An overworked camel goes on strike.
We're near the end of our marathon Giza Pyramids tour. Just one more tomorrow then, we move on to Thailand, where I've been situated for a few weeks already. My real times photos did not update to reflect my move to Thailand because I had so many pyramids photos to publish. No number of weekends would've allowed me to publish all the prime pyramid photos I wanted to publish so I thank you for bearing with me. I've made a note to myself that in the future, I should not delay such a major iconic landmark until one day before my departure from that country. It really distorts the real-time publishing situation.
A tourist family is hounded by one of many camel guides at the pyramids in Giza.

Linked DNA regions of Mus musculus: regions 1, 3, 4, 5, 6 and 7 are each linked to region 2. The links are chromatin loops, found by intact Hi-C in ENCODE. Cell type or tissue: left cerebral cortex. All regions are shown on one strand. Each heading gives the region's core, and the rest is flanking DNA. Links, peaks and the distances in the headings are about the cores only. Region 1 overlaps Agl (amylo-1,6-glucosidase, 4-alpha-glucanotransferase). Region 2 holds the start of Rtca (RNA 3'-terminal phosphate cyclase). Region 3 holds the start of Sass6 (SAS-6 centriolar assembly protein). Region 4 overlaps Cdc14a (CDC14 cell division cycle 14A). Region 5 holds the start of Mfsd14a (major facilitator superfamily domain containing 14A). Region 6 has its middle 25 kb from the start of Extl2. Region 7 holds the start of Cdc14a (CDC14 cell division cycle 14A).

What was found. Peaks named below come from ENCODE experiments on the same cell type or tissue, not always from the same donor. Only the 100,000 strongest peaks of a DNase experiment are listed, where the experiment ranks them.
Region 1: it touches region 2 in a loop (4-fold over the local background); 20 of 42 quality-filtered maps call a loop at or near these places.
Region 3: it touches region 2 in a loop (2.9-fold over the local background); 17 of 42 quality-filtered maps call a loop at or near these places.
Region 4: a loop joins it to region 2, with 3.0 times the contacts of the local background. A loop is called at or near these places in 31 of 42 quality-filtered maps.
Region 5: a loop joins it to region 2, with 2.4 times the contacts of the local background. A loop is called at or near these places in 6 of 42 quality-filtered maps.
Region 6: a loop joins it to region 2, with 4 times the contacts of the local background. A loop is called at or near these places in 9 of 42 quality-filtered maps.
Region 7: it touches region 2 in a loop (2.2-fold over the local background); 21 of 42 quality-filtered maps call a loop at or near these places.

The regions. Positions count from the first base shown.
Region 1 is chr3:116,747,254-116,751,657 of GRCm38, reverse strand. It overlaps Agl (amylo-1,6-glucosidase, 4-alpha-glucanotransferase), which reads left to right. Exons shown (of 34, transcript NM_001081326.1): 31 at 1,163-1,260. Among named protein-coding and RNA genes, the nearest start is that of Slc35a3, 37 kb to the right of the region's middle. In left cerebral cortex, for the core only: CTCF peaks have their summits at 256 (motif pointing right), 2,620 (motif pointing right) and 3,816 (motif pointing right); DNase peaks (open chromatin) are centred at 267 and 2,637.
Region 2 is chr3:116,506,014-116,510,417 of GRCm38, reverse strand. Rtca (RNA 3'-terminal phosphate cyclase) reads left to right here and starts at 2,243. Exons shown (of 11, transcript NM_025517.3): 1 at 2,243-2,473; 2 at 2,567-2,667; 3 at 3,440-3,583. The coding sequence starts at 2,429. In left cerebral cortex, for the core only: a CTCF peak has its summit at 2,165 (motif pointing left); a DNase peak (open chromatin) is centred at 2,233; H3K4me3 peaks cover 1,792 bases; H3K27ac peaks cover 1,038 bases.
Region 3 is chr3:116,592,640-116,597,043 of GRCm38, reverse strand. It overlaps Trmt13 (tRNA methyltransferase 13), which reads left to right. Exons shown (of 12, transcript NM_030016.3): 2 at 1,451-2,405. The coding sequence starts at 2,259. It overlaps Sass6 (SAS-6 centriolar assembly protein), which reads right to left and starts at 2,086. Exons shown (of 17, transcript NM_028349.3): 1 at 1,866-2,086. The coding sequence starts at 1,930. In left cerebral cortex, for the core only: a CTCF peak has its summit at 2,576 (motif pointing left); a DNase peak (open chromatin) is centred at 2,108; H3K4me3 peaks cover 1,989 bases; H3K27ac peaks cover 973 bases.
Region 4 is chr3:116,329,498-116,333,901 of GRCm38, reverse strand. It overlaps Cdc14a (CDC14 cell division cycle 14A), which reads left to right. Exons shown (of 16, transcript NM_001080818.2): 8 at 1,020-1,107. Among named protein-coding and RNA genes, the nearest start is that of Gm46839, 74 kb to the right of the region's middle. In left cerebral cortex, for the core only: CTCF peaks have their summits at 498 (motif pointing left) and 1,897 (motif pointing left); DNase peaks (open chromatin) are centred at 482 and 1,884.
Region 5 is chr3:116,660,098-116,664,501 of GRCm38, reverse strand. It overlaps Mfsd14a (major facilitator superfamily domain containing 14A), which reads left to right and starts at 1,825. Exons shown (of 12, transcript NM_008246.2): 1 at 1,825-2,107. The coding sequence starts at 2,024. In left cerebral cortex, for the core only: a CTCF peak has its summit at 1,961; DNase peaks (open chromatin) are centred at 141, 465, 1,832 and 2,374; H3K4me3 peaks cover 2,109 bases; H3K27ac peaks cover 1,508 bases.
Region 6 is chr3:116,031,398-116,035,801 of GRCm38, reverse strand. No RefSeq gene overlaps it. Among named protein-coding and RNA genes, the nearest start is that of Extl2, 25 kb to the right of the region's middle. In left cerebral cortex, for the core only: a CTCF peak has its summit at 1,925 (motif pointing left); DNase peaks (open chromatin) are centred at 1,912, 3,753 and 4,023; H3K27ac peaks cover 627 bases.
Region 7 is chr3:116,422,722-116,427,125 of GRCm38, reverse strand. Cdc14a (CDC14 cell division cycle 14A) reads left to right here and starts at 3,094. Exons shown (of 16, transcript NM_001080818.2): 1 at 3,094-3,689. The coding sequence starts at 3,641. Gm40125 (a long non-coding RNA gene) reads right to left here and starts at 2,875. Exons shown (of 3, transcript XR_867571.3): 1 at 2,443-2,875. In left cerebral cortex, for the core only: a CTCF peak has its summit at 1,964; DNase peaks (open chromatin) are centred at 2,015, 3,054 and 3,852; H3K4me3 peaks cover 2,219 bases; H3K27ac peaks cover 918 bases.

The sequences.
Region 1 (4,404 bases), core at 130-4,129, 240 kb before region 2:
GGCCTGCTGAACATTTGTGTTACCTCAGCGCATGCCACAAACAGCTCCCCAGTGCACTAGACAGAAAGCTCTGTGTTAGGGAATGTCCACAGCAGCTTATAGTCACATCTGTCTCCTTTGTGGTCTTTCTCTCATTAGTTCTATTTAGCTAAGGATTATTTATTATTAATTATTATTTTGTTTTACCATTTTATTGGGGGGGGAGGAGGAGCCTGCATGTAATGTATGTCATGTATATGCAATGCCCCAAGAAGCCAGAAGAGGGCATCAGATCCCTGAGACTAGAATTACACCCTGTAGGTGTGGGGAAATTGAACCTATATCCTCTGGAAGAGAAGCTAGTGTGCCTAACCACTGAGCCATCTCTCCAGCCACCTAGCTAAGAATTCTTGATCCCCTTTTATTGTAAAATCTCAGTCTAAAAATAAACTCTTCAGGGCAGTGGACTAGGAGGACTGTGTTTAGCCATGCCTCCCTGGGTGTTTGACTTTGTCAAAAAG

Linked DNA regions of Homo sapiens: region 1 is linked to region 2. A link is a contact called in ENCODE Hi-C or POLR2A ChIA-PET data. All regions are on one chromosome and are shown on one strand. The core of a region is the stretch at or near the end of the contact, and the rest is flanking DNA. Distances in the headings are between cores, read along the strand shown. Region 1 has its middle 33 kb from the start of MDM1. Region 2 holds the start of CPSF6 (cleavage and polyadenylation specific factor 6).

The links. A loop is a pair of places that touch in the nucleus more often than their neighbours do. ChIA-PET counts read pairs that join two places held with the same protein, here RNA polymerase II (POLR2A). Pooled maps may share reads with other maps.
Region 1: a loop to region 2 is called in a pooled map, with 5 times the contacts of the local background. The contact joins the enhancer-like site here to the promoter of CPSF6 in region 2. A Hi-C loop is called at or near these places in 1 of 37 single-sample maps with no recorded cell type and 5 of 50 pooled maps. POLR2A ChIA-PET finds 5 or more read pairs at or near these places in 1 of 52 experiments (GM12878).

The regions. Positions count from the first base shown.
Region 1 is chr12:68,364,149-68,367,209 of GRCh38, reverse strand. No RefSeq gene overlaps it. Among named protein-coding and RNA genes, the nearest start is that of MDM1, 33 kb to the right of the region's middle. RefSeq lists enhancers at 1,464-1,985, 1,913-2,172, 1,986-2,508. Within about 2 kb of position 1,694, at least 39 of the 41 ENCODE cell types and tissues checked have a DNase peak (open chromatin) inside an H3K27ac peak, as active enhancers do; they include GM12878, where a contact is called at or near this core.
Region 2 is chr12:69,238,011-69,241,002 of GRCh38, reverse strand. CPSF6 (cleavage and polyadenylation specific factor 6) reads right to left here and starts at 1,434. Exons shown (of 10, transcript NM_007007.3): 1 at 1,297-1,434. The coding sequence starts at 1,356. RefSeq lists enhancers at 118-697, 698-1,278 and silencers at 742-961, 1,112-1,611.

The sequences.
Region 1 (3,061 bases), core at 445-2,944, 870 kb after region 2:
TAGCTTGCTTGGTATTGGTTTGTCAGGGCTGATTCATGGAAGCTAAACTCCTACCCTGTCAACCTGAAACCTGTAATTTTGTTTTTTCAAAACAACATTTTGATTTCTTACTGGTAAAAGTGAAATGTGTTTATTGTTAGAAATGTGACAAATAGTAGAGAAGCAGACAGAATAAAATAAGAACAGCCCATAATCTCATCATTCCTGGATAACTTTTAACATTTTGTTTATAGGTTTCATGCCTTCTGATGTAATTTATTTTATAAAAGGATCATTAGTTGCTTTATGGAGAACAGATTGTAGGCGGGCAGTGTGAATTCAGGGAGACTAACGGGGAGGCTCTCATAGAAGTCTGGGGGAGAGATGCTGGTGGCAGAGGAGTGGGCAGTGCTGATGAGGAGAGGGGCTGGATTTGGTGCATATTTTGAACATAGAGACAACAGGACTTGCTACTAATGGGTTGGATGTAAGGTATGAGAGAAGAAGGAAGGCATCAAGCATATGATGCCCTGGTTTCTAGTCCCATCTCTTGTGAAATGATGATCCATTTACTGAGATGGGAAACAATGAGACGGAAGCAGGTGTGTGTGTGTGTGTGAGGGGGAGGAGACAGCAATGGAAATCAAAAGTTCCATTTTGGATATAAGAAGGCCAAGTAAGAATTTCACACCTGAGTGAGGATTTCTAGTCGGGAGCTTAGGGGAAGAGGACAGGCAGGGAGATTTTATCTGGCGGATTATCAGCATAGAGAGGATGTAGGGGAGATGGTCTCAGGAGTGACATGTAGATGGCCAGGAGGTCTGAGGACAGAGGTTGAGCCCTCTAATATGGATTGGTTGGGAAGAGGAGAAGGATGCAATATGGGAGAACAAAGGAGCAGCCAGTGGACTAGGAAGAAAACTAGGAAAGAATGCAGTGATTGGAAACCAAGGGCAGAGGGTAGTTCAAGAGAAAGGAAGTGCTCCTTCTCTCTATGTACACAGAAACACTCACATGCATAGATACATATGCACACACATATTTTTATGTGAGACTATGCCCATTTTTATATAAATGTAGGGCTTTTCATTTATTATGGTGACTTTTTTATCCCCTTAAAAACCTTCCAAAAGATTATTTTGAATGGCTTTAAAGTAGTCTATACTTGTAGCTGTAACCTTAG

It's rather unfortunate that many visitors leave Egypt remembering only their negative interaction with tout Egyptians rather than the friendly and genuine locals outside the tourism industry. I remember all the scams my first time around to the pyramids. For example, a camel driver will say, "Take a picture... free!" However, when you snap the picture, he - and it's always a 'he' - demands 5 Egyptian pounds (about US$1) claiming "the picture of the camel costs money... the picture of me was free." In order to avoid a confrontation, most tourists just cough up the buck and carry on, but the bad taste in their mouth lingers far after they've left Egypt.
A word of advice, in many developing countries, you must initially negotiate a final price before doing anything. Or in situations like the example above, simply walk away or summon the police. There's nothing the scammer can do to you in response.
Busts of Pharaohs as far as the eye can see wait at the officially sanctioned pyramid viewpoint in Giza.
These were the odds and ends photos I wanted to post that didn't quite fit into any of the past days' themes. Stay tuned for the final Giza pyramid "image" tomorrow!